It didn’t dawn on me how serious and pervasive the problem was until I had car trouble.
Or so I thought.
Stuck in a big city rush hour jam, windows open, engines revving all around me, I first heard it: A loud, clanging sound emanating from somewhere beneath me. The sound followed me, inching along, pretty much down the entire block to the corner.
Even when I made the crawling turn at the intersection, it sounded like I was dragging and scraping my entire exhaust system on the tarmac below.
My hands gripped the steering wheel; was I suddenly going to lose a tire?Which appointments would I have to postpone or cancel for the potentially day-changing delay?
As the good grace of God would have it (and I didn’t even pray for it!) the dealership was right there. I immediately veered my ailing automobile into the garage half expecting my car immanently and literally to fall apart.
The technicians had my car on the hoist in minutes. After a quick check, they approached me slowly, their eyes searching me carefully. “There’s absolutely nothing wrong with your car, sir,” they reported.
If it wasn’t me then whose noise was it that followed me down the road? I so easily positioned myself to assume someone else’s problem was mine. Understandable, you might say, since they were so close to me their noise sounded like mine.
But that’s just the point. It is precisely those close to us — our family, spouse, close friends, those we lead and care about — where the temptation to be triangulated with someone else’s problem is most seductive.
Edwin Friedman in his book, “A Failure of Nerve; Leadership in the Age of the Quick Fix”, suggests that this natural tendency to take on the emotional problems of others inhibits, even undermines, effective leadership –whether in families, marriages, or nation states.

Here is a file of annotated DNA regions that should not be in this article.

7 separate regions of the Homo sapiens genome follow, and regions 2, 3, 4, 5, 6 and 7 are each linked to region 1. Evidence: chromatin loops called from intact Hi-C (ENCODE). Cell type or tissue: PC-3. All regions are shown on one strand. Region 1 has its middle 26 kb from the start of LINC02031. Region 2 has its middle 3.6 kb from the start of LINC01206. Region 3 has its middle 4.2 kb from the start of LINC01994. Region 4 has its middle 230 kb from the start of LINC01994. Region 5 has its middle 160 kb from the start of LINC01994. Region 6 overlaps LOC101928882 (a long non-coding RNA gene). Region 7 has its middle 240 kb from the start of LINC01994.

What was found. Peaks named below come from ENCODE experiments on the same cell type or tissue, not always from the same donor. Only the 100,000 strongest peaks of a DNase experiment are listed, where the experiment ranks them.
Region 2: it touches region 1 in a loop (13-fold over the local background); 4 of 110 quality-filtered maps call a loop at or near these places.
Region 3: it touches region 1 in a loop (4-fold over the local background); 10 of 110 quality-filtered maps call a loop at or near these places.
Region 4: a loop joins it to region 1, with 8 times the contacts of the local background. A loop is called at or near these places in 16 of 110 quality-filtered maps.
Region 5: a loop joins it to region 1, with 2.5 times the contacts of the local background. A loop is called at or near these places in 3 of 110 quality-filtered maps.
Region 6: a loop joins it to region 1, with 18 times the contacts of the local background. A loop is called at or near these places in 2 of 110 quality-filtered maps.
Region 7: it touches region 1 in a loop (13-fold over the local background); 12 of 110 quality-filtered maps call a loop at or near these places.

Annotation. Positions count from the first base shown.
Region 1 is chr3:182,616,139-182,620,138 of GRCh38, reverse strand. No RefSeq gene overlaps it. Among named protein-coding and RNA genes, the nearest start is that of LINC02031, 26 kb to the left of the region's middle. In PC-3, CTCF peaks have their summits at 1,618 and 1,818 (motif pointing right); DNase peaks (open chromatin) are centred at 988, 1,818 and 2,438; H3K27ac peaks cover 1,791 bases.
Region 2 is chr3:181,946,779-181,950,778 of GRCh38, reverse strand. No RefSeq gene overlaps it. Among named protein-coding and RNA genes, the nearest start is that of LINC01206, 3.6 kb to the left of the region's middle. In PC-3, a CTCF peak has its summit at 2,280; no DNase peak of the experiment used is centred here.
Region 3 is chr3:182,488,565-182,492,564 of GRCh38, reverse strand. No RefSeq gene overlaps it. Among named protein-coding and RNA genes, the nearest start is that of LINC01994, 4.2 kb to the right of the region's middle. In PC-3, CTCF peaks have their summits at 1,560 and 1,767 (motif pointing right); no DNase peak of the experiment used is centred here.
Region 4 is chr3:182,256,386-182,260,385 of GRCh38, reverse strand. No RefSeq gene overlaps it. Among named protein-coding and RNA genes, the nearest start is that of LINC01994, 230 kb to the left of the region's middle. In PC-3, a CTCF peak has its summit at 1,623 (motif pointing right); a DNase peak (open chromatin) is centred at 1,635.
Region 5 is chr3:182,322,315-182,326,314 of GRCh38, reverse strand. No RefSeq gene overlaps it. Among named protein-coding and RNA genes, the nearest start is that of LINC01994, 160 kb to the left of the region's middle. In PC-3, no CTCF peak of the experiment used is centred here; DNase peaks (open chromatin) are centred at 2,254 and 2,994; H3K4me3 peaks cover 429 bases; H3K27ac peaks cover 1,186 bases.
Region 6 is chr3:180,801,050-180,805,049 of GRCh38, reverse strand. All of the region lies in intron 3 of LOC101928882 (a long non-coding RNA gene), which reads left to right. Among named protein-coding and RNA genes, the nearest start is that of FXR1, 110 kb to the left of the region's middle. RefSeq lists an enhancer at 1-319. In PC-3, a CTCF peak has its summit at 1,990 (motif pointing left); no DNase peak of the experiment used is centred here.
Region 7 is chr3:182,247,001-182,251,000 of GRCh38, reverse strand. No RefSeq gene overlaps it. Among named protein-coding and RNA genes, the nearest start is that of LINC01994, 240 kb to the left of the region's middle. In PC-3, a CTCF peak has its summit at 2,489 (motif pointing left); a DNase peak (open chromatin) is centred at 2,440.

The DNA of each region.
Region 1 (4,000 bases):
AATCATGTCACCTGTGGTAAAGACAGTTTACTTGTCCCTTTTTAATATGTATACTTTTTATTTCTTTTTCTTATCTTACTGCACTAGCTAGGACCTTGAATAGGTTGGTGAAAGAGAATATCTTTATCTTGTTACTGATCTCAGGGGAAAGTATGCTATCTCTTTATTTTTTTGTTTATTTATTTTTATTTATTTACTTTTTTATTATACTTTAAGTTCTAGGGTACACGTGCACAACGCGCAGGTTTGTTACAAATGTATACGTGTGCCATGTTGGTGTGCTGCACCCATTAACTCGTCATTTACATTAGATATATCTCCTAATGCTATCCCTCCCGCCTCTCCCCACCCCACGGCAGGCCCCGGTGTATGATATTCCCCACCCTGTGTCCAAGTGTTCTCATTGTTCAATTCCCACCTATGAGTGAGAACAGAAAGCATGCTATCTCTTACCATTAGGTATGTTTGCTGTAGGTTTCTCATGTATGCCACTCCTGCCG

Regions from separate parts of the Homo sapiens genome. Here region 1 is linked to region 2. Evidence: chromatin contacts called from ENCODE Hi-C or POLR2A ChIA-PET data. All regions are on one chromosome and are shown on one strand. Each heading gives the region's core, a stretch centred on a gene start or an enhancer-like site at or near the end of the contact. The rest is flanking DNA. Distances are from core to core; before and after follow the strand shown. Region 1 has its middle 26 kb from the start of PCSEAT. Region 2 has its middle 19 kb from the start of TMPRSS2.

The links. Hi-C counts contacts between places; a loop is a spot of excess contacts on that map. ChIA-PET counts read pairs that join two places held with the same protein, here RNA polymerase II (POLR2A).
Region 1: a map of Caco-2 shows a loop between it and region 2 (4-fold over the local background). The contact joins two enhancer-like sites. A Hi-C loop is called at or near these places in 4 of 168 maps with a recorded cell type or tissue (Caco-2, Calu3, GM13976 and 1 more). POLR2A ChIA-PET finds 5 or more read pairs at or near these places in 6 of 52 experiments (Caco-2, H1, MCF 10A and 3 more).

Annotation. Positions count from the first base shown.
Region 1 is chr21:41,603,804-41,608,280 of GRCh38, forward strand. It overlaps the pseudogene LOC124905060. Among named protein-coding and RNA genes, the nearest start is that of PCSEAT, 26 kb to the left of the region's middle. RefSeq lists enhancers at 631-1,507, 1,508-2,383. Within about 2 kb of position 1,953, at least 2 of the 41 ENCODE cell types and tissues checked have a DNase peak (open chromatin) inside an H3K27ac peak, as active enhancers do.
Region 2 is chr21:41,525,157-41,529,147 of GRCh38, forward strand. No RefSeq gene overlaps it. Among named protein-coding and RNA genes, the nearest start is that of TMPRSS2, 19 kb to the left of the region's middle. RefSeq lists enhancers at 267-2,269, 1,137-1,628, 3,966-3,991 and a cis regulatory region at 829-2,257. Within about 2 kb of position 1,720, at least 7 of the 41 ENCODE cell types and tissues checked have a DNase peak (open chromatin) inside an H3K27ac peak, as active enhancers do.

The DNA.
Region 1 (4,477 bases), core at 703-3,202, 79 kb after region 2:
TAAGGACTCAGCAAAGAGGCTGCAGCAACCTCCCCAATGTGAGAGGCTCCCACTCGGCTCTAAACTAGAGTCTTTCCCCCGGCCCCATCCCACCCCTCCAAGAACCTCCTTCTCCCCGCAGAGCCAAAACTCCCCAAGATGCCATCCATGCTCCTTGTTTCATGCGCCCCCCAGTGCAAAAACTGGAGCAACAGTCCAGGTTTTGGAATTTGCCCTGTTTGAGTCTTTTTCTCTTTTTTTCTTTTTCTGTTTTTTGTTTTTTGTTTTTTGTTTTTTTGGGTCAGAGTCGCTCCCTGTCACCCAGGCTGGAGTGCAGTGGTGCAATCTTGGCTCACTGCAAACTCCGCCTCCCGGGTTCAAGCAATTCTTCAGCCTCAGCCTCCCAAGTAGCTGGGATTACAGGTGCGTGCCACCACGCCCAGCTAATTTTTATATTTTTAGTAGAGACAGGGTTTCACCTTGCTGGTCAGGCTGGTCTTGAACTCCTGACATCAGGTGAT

It is not hard work — or even over-work — that causes stress. Stress in leaders is primarily caused by becoming responsible for something that rightly belongs in the purview of others.
Consider these brief citations from Friedman’s book:
“The stress on leaders … primarily has to do with the extent to which the leader has been caught in a responsible position for the relationship of two others” (220)
“Stress and burnout are … due primarily to getting caught in a responsible position for others and their problems” (202)
“Stress is due to becoming responsible for the relationships of others” (194)
Leaders will be wise to remain connected and engaged within the natural relationships of home, family and work. However, the effective leader will be able to self-regulate her/himself so as not to become enmeshed in the emotional reactivity of those relationships.
This may be particularly difficult for personalities who tend to over-function anyway, and compulsively step over the boundaries of others. They often do so on the pretense of care and love.
Especially in caregiving professions where this practice may even be expected and encouraged, the healthy leader will nevertheless take a stand and not lose nerve when asserting one’s stance and self-differentiating, despite the criticisms coming her or his way of being crass, uncaring and cold.
By the way, they did find something wrong with my car. But it had nothing to do with what I thought was my problem.
The only thing a leader can do is focus on his or her own self — to understand one’s position and function within marriage, family, and community.
And give thanks for the sometimes unexpected opportunities that arise to examine one’s self in context.